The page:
Giorgio’s teaching career spans 21 years. She is the director/founder of AllWriters’ Workplace & Workshop, an international creative writing studio located in Waukesha, Wisconsin.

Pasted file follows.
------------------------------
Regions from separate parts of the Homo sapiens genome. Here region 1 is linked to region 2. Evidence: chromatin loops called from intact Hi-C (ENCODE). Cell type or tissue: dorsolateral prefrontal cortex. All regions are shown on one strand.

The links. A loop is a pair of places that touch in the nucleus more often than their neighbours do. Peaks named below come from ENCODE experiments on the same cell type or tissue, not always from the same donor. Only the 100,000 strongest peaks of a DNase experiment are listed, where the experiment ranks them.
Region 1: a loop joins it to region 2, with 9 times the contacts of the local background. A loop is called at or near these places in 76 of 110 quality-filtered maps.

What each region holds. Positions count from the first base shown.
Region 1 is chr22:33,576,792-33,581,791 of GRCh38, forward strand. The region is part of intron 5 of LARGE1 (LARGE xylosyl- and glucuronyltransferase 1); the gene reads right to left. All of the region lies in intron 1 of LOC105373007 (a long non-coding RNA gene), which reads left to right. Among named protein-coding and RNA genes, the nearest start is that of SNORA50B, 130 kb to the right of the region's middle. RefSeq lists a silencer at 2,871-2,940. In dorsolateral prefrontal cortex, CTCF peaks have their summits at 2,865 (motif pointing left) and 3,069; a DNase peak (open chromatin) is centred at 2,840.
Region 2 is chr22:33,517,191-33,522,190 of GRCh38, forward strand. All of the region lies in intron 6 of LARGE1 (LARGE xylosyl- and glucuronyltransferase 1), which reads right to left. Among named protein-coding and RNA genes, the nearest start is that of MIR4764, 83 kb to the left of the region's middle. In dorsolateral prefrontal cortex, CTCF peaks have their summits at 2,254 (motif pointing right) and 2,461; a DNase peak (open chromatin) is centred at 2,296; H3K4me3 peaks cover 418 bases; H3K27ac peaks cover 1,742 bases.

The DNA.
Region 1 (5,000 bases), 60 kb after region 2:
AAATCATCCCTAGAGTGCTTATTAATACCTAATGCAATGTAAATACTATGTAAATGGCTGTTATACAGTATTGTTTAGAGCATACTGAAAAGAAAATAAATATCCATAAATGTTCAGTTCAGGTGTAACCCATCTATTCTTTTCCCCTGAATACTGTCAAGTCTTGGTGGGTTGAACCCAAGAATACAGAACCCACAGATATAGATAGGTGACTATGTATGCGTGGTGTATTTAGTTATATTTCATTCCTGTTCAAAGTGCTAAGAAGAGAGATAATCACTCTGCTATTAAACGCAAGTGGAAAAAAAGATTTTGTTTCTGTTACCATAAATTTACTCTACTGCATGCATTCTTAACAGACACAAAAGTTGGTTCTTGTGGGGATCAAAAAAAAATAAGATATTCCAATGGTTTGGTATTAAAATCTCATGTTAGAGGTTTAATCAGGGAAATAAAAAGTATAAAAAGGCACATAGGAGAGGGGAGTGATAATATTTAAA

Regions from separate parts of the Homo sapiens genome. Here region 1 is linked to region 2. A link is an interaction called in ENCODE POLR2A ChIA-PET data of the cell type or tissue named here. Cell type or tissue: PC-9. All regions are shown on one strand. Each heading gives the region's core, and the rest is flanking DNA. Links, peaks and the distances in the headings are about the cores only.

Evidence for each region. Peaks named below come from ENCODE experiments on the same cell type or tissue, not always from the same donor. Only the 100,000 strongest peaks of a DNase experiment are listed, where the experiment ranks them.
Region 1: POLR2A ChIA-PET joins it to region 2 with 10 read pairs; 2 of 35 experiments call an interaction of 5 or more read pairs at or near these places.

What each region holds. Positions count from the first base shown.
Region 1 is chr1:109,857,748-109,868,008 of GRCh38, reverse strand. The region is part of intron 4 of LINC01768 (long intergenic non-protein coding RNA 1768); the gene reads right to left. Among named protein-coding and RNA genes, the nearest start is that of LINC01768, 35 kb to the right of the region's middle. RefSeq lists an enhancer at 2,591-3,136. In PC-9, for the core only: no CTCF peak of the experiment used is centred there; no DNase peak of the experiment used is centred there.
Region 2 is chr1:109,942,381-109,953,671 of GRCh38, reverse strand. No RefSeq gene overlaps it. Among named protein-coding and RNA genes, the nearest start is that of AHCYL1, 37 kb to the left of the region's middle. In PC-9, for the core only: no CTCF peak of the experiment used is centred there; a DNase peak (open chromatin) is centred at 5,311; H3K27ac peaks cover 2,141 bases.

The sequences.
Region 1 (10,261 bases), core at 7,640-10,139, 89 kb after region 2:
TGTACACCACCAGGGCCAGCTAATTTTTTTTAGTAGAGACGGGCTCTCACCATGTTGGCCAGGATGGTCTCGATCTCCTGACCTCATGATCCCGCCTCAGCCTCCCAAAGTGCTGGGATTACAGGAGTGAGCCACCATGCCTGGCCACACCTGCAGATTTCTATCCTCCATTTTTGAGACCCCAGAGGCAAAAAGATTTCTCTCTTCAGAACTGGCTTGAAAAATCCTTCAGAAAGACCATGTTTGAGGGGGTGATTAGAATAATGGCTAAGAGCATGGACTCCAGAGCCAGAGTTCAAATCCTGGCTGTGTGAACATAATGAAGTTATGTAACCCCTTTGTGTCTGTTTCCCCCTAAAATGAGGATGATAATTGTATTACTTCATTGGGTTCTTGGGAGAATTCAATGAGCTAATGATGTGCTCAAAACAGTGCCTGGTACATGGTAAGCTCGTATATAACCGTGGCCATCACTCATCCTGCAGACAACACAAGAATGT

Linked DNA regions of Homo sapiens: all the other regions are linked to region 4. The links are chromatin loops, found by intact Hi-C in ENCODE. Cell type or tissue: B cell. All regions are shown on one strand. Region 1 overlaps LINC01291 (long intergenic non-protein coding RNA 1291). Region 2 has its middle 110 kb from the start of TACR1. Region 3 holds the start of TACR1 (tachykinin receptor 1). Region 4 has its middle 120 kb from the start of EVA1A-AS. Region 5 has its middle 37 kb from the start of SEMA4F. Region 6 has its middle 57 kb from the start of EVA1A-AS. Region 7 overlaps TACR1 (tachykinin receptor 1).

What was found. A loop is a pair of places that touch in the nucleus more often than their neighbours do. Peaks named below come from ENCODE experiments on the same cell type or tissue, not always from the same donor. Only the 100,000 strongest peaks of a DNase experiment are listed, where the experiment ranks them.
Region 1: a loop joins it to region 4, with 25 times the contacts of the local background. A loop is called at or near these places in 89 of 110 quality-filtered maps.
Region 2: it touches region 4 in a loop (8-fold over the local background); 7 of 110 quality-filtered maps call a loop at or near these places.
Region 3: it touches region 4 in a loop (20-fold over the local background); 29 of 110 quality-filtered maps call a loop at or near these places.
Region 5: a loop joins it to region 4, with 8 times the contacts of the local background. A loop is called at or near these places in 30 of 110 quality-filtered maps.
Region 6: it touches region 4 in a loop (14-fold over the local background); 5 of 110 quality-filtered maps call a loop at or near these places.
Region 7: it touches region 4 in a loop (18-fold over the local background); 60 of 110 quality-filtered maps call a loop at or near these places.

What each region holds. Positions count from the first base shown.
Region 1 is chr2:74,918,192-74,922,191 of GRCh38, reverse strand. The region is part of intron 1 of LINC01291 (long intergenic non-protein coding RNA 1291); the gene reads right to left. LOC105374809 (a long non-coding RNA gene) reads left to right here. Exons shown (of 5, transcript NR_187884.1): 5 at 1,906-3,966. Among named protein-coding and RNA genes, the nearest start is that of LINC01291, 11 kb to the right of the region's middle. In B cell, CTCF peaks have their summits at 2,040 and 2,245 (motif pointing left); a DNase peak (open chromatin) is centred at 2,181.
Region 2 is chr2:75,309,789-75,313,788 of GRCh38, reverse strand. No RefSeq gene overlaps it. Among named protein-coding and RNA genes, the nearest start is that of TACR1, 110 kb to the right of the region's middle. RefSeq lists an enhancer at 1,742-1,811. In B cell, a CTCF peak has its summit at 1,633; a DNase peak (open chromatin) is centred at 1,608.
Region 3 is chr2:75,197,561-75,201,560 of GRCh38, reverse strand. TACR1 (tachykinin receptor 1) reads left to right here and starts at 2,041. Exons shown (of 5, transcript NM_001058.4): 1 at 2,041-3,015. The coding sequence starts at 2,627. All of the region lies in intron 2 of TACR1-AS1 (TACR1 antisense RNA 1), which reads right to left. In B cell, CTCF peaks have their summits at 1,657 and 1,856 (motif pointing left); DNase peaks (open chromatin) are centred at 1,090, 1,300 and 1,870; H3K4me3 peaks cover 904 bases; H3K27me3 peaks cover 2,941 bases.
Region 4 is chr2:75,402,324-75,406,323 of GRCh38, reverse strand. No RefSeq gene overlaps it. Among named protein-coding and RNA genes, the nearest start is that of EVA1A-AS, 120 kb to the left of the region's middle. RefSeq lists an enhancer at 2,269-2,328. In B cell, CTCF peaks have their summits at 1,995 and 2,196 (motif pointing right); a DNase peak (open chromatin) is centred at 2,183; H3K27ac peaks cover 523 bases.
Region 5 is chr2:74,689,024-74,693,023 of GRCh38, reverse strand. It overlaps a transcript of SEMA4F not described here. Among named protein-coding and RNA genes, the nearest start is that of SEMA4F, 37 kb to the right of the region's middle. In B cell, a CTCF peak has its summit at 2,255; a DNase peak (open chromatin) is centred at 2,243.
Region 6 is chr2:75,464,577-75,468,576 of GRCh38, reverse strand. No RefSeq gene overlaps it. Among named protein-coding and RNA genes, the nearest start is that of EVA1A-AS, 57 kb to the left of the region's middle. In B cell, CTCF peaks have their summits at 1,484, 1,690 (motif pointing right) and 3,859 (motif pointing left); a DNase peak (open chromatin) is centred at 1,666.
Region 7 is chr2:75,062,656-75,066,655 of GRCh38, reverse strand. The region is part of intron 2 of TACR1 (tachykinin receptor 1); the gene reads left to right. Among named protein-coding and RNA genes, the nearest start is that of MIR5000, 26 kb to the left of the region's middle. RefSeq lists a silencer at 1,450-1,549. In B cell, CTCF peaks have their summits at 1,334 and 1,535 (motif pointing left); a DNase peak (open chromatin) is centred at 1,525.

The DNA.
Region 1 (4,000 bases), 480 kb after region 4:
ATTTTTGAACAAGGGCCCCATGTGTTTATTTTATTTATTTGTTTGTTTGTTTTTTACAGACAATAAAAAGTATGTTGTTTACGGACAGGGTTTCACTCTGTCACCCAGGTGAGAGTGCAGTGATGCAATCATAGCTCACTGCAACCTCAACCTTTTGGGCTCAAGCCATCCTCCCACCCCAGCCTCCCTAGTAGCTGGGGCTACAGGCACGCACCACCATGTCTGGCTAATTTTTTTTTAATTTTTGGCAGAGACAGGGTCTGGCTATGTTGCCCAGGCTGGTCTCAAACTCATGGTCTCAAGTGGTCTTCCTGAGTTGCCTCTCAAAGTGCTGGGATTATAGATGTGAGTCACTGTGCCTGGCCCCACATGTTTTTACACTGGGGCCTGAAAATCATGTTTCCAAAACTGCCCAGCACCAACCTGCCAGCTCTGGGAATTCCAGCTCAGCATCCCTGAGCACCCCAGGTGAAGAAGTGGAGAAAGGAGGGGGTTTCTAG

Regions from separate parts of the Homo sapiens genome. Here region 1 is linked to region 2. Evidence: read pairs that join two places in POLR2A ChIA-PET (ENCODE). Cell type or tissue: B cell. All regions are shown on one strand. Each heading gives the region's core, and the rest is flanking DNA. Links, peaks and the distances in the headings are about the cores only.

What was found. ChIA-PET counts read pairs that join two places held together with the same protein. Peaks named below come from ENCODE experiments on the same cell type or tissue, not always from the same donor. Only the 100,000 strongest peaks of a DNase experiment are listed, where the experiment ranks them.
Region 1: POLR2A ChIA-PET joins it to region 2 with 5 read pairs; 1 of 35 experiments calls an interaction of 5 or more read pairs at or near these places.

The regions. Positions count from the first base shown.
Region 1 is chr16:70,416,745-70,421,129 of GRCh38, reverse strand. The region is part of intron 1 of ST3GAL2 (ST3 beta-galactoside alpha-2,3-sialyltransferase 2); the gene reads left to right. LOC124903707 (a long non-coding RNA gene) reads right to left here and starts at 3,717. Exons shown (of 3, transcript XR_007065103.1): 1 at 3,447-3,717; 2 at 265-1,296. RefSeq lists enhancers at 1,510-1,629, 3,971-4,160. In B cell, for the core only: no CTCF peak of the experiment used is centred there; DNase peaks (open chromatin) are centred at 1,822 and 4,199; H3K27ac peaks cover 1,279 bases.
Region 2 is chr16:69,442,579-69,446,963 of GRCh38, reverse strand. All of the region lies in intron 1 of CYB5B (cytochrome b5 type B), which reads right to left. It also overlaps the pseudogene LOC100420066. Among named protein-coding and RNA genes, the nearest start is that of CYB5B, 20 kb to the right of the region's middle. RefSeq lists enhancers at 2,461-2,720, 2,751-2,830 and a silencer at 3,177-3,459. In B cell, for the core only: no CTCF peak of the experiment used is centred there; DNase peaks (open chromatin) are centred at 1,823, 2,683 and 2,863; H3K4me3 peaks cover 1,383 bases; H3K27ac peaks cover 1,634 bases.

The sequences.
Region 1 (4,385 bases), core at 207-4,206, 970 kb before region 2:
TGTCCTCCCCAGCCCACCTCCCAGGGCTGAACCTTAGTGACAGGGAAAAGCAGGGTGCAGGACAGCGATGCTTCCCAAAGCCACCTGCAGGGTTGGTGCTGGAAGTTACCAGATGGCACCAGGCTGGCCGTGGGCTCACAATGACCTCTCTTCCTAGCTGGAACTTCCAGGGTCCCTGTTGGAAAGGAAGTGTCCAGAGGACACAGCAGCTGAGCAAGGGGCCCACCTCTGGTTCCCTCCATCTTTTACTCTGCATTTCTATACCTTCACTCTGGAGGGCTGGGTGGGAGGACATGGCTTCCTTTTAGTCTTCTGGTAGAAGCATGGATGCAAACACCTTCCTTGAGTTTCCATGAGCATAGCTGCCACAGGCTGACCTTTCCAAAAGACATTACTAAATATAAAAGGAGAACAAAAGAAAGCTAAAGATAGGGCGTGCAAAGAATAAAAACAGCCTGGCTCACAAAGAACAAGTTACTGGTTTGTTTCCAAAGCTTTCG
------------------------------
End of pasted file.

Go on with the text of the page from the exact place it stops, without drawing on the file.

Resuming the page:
MICHAEL GIORGIO got his start in writing in what many consider a dead, or at least a lost, art: Radio Drama. His first work won a national scriptwriting contest and a love of writing was born. Since then, he has had over a dozen audio scripts produced in Newark, Los Angeles, Akron, San Francisco, and Tennessee. Michael’s second full length novel, The Memory Swindlers, was released in 2016 by Black Rose Writing and is the sequel to his first full length novel, Justice Comes Home, released in 2014. An Active Member of the Mystery Writers of America and the Short Fiction Mystery Society, Michael has had both mystery and mainstream short stories published in magazines anthologies. He’s taught for AllWriters’ since the studio’s birth in 2005. For more about Michael’s work, visit www.michaelgiorgio.org.